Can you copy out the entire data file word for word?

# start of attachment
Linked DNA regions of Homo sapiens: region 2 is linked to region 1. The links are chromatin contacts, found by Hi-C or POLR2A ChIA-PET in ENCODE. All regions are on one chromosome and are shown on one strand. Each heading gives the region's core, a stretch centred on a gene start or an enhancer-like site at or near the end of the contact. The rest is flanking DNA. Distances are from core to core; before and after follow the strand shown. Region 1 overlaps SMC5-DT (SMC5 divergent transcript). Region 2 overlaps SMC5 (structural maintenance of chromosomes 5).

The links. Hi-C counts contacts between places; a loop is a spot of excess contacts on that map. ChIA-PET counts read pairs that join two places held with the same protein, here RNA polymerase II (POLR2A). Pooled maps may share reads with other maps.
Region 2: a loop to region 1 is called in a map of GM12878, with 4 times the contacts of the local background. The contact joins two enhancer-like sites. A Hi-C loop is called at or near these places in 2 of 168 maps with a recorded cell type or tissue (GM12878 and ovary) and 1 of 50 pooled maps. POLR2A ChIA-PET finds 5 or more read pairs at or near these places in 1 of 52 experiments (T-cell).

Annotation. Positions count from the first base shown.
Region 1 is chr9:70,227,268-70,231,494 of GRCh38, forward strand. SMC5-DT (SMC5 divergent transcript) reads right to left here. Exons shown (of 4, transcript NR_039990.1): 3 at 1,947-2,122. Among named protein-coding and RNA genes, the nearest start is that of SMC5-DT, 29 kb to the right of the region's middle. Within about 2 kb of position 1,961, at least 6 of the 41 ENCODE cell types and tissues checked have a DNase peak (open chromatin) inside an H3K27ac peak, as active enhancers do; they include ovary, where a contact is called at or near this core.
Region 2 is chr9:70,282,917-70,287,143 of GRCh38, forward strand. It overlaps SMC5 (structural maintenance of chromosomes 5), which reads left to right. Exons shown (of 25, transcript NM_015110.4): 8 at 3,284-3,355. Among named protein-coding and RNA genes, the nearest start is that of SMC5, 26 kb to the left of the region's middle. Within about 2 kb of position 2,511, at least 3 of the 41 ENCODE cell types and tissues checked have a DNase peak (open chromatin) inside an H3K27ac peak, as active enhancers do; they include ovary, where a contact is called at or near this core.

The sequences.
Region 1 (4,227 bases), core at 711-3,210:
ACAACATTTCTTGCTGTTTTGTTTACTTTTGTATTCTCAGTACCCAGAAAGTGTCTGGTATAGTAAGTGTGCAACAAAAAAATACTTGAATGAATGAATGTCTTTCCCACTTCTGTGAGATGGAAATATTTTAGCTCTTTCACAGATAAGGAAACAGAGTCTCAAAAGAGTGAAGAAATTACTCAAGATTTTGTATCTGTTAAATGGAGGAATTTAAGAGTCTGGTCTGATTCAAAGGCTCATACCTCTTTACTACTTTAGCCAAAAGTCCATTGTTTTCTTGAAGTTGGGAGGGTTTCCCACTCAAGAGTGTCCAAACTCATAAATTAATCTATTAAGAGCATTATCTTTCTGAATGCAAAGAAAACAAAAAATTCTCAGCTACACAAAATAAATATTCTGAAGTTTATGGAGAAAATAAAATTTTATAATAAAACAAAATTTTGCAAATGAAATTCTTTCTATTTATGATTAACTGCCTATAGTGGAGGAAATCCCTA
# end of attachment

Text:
Linked DNA regions of Homo sapiens: region 2 is linked to region 1. The links are chromatin contacts, found by Hi-C or POLR2A ChIA-PET in ENCODE. All regions are on one chromosome and are shown on one strand. Each heading gives the region's core, a stretch centred on a gene start or an enhancer-like site at or near the end of the contact. The rest is flanking DNA. Distances are from core to core; before and after follow the strand shown. Region 1 overlaps SMC5-DT (SMC5 divergent transcript). Region 2 overlaps SMC5 (structural maintenance of chromosomes 5).

The links. Hi-C counts contacts between places; a loop is a spot of excess contacts on that map. ChIA-PET counts read pairs that join two places held with the same protein, here RNA polymerase II (POLR2A). Pooled maps may share reads with other maps.
Region 2: a loop to region 1 is called in a map of GM12878, with 4 times the contacts of the local background. The contact joins two enhancer-like sites. A Hi-C loop is called at or near these places in 2 of 168 maps with a recorded cell type or tissue (GM12878 and ovary) and 1 of 50 pooled maps. POLR2A ChIA-PET finds 5 or more read pairs at or near these places in 1 of 52 experiments (T-cell).

Annotation. Positions count from the first base shown.
Region 1 is chr9:70,227,268-70,231,494 of GRCh38, forward strand. SMC5-DT (SMC5 divergent transcript) reads right to left here. Exons shown (of 4, transcript NR_039990.1): 3 at 1,947-2,122. Among named protein-coding and RNA genes, the nearest start is that of SMC5-DT, 29 kb to the right of the region's middle. Within about 2 kb of position 1,961, at least 6 of the 41 ENCODE cell types and tissues checked have a DNase peak (open chromatin) inside an H3K27ac peak, as active enhancers do; they include ovary, where a contact is called at or near this core.
Region 2 is chr9:70,282,917-70,287,143 of GRCh38, forward strand. It overlaps SMC5 (structural maintenance of chromosomes 5), which reads left to right. Exons shown (of 25, transcript NM_015110.4): 8 at 3,284-3,355. Among named protein-coding and RNA genes, the nearest start is that of SMC5, 26 kb to the left of the region's middle. Within about 2 kb of position 2,511, at least 3 of the 41 ENCODE cell types and tissues checked have a DNase peak (open chromatin) inside an H3K27ac peak, as active enhancers do; they include ovary, where a contact is called at or near this core.

The sequences.
Region 1 (4,227 bases), core at 711-3,210:
ACAACATTTCTTGCTGTTTTGTTTACTTTTGTATTCTCAGTACCCAGAAAGTGTCTGGTATAGTAAGTGTGCAACAAAAAAATACTTGAATGAATGAATGTCTTTCCCACTTCTGTGAGATGGAAATATTTTAGCTCTTTCACAGATAAGGAAACAGAGTCTCAAAAGAGTGAAGAAATTACTCAAGATTTTGTATCTGTTAAATGGAGGAATTTAAGAGTCTGGTCTGATTCAAAGGCTCATACCTCTTTACTACTTTAGCCAAAAGTCCATTGTTTTCTTGAAGTTGGGAGGGTTTCCCACTCAAGAGTGTCCAAACTCATAAATTAATCTATTAAGAGCATTATCTTTCTGAATGCAAAGAAAACAAAAAATTCTCAGCTACACAAAATAAATATTCTGAAGTTTATGGAGAAAATAAAATTTTATAATAAAACAAAATTTTGCAAATGAAATTCTTTCTATTTATGATTAACTGCCTATAGTGGAGGAAATCCCTA